Eggs in Purgatory

Has this been a particularly hot summer, or is it just me? Raise your hand if you want to keep cooking behind a hot stove to a bare minimum? In comes eggs! I love eggs and eat them at lunch and dinner all the time. In Italy, they are rarely eaten at breakfast, they’re served as a meal on their own. This is a specialty of southern Italy, and it is my go-to when I don’t want to cook! Eggs in purgatory are a go-to when you want to keep cooking to an absolute minimum, but you still want something homemade, healthy, and delicious. Southerners add lots of crushed red pepper, but I must confess, I rarely do as I prefer a more subtle dish. It’s uncertain where the name came from—some claim that the egg white represents the purity of Heaven, while the fiery red sauce represents the other side! Thus, the eggs are in between, in purgatory. The tomato sauce in this dish is perfect for dunking ciabatta bread or even focaccia, so be sure to have some on hand when preparing this quick dinner. The best part, this is a one-pan dinner, so easy clean up! 

Eggs in Purgatory 
Ingredients 
2 tablespoons olive oil
¼ small yellow or white onion, finely diced
½ tablespoon chopped basil
1 cup canned crushed tomatoes
Sea salt to taste 
Crushed red pepper (optional) 
8 large eggs 

Instructions 

  1. Add the oil, onion, and basil to a medium sauté pan and heat over medium heat for 1 minute until onion is slightly softened. Add the canned crushed tomatoes, season with  salt and crushed red pepper, if using, and cook the sauce for 7 to 8 minutes, until sauce thickens slightly.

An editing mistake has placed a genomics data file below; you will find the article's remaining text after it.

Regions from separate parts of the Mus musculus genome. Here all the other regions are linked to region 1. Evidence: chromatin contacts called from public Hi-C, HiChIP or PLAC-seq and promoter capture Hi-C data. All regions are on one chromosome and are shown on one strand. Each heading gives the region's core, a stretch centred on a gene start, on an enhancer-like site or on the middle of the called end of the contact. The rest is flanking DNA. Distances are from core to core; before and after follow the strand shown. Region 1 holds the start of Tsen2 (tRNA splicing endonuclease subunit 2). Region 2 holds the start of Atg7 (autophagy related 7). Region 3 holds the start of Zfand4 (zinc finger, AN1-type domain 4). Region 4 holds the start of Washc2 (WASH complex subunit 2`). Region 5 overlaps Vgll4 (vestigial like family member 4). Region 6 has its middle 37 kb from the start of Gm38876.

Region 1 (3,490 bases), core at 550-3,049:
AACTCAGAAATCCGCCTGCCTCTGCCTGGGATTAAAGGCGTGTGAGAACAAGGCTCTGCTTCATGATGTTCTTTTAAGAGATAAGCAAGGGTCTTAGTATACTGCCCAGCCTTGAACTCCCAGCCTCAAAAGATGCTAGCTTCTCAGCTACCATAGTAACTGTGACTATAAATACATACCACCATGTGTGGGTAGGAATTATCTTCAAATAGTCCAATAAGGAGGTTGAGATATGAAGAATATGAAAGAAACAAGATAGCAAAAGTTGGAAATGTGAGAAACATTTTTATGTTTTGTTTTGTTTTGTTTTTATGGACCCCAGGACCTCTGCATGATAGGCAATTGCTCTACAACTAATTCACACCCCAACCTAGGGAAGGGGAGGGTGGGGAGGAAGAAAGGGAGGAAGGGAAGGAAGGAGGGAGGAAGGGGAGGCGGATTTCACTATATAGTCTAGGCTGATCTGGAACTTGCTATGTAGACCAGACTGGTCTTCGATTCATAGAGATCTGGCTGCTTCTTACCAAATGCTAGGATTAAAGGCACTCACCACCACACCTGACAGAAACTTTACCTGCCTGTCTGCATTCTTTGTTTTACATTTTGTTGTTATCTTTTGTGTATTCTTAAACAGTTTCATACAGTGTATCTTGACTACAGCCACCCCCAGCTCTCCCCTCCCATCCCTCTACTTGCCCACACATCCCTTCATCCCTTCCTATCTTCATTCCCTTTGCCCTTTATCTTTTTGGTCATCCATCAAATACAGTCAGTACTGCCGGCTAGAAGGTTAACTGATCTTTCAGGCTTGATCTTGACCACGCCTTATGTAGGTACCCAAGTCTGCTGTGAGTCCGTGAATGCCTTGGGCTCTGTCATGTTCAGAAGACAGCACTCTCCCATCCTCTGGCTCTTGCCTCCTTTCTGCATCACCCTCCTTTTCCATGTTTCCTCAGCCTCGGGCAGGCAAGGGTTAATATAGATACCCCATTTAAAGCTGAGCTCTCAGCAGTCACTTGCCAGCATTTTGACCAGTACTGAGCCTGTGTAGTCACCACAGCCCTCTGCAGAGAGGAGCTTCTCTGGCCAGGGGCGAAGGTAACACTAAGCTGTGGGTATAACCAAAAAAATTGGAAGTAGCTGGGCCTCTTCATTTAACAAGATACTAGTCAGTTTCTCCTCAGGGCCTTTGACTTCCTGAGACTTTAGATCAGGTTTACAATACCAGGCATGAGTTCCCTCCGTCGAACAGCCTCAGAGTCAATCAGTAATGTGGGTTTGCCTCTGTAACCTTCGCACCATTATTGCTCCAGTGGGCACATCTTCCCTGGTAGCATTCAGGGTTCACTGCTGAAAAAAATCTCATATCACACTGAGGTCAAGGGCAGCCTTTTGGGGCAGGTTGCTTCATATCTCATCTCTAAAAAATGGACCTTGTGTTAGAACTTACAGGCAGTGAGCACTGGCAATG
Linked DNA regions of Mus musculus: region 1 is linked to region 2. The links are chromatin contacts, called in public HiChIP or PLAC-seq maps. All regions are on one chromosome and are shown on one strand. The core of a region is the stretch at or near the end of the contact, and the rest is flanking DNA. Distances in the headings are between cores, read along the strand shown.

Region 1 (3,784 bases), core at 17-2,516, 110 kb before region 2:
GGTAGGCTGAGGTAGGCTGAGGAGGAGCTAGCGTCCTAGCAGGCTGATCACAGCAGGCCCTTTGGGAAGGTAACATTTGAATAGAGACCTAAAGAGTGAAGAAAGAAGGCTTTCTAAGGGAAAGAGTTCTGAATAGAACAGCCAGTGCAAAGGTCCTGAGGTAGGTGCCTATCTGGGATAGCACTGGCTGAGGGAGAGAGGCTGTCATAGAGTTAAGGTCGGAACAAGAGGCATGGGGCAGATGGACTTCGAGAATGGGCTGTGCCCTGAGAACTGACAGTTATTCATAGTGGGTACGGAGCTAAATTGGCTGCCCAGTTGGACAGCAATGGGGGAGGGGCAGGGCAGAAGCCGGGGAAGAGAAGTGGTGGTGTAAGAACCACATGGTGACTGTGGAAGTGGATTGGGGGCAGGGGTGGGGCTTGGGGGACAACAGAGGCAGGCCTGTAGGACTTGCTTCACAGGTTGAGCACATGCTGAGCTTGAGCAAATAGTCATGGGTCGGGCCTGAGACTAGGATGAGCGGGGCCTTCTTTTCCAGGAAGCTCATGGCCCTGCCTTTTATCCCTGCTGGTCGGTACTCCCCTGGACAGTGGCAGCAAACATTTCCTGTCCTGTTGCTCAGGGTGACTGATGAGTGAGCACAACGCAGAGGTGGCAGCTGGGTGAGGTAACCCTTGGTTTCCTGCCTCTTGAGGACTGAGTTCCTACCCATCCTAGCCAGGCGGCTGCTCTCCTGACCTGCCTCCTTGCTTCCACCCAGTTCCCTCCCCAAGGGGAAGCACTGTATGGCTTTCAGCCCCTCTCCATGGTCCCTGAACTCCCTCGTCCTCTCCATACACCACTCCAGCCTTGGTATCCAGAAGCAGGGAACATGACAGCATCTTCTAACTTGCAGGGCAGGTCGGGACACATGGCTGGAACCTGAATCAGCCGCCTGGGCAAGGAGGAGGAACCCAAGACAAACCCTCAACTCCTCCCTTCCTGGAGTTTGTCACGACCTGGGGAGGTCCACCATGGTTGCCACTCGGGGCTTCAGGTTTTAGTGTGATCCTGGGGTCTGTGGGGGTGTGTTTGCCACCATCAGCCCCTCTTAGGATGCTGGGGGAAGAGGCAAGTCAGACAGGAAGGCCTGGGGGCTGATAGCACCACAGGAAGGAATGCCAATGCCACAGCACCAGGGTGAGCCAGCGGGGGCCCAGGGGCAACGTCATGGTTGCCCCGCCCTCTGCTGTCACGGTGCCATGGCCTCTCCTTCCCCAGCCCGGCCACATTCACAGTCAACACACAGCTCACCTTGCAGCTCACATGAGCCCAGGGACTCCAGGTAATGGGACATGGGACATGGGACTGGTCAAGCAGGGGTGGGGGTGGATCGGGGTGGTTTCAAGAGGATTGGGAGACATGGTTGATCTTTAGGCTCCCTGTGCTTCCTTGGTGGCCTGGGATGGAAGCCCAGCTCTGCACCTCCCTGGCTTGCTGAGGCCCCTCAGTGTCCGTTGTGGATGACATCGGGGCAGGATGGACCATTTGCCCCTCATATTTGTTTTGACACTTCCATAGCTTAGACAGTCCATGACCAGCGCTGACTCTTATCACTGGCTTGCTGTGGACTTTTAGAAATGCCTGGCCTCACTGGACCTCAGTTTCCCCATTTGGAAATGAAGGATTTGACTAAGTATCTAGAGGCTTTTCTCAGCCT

2. Make 8 divots into the sauce using a wooden spoon and drop one egg in each divot. Using a wooden spoon, gently swirl the whites and add a little bit of sauce on top of the yolk, paying close attention that the yolk does not break. Cook eggs for 3 to 5 minutes, until preferred doneness is achieved. 
  3.  Spoon eggs into bowls or serving dishes and serve immediately.
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What to Pack for Italy

Cosa Mettere in Valigia per l'Italia

Everyone is always asking me what they should pack for Italy,
so I’ve created a quick reference guide that you can use for your next trip.

Hint: You don’t need nearly as much as you think you do!

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